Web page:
Learning how to cuff pants or handle a tape measure might not seem like the best training for a life on the run. But Yokoi used what he knew. After his army uniform rotted away in Guam’s tropical heat and humidity, he figured out how to tease fibers from tree bark, spin it into thread, and weave that thread into a burlap-type cloth. This he tailored into surprisingly well-fitting shirts and pants, complete with pockets, belt loops, and properly sewn buttonholes. The garments protected him from the tropical sun and clouds of mosquitoes. The process of making them, which took several months for each set, protected his sanity. “It might actually have been good for my mental condition to keep myself thoroughly occupied with day-to-day business,” he later wrote. “I derived simple delight and satisfaction from every moment of these activities.”
His survival innovations did not stop there. Not only did he learn how to dig tunnels with primitive tools and keep them from flooding or caving in, he devised a coconut-husk filter to reduce the telltale smoke from his underground cooking fires. He also learned how to excise the poison glands of the cane toads that provided him badly needed protein, and later began to raise the giant amphibians in his tunnel, for cockroach control and companionship. He built traps for river shrimp, eels, and field mice and disguised the entrance to his tunnel with a bamboo mat that was strong enough to support a man, yet invisible to the untrained eye. He also discovered the hard way that trying to start a fire by rubbing two pieces of bamboo together could be exhausting, unless he added a small dose of gunpowder from one of his remaining bullets at just the right moment. For a less-than-robust soldier from an unpromising background, he proved a survival genius.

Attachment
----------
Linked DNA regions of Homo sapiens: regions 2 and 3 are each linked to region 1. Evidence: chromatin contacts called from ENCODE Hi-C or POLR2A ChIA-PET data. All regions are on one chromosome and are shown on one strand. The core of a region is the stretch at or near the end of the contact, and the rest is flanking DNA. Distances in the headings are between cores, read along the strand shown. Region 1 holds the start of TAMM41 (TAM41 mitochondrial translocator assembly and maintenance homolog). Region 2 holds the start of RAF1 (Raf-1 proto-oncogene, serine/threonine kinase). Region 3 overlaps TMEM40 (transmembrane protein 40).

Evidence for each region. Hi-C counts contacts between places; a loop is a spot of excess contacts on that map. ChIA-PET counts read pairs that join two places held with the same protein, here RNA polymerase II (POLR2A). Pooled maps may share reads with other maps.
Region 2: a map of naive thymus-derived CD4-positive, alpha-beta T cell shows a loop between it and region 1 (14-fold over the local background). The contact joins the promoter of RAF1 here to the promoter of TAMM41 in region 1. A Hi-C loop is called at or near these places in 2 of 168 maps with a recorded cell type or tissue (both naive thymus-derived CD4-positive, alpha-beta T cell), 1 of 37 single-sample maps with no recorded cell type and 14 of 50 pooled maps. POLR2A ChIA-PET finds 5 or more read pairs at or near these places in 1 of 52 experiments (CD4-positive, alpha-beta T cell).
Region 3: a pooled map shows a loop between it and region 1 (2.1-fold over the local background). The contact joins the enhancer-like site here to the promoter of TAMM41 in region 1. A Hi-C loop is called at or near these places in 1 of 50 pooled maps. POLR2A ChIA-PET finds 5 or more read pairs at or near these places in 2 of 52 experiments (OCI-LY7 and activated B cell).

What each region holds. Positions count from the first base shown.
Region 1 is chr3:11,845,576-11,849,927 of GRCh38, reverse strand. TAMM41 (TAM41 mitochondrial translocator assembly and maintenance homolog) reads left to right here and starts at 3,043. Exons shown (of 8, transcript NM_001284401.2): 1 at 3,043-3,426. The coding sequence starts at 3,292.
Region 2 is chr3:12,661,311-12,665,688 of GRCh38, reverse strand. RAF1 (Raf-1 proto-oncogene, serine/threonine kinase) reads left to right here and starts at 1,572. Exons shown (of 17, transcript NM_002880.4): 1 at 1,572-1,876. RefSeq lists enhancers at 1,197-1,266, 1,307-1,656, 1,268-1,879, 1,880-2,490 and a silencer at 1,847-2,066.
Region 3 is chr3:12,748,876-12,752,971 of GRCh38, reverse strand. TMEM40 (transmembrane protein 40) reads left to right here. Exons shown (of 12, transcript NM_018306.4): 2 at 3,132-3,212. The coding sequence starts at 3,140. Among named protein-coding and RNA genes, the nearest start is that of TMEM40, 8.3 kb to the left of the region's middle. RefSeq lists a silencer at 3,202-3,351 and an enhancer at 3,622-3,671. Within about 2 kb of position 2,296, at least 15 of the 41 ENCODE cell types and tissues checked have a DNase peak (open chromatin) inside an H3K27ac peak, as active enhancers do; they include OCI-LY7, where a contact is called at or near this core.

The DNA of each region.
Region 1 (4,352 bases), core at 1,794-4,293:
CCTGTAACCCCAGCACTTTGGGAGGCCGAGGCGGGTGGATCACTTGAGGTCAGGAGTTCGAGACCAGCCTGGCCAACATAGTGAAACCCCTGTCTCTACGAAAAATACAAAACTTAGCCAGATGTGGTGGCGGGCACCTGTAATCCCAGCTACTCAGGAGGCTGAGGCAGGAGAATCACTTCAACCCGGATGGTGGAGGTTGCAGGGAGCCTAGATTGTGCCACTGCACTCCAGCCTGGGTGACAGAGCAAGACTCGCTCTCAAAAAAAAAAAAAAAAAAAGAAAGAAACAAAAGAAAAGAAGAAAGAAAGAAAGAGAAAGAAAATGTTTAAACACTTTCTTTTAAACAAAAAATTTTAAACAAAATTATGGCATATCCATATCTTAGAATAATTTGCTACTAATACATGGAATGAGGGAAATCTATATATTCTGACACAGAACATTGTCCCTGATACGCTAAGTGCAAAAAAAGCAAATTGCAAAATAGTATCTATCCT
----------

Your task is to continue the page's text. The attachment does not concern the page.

When Yokoi first returned to Japan in 1972, his survival toolkit sparked such intense interest that tens of thousands of Tokyo residents lined up for hours to see it exhibited in a downtown department store. (The website of the Nagoya City Museum has a page where you can see the toolkit online.) But as the immensity of his ordeal sank in, the public’s focus gradually shifted from the contents of his toolkit to the forces that had made it necessary.
Yokoi grew up in a Japan that had a chip on its shoulder. Despite its victory over Russia in 1905 (the first time an Asian nation had defeated a Western power) and its alliance with the victors in World War I (it was the only Asian power invited to the Versailles peace talks), the country’s leaders felt disrespected. They chafed under limits the U.S. and U.K. imposed on their naval fleet and resented the racism Japanese emigrants faced in the United States, where hysteria over the “yellow peril” led to a 1924 ban on Japanese immigration. As Americans today well know, a sense of grievance can be a powerful motivator. Beginning in 1930, a shocking series of assassinations and attempted coups linked to ultranationalist elements in the Japanese military undermined the democratic institutions that had bloomed in the 1920s. An increasingly authoritarian regime promoted unquestioning devotion to an allegedly divine emperor and a Japan-first mentality that justified naked imperialism. In 1931, a group of right-wing Japanese army officers staged an attack on a Japanese-owned rail line in Manchuria that they then blamed on the Chinese. The incident served as a pretext to annex the entire province.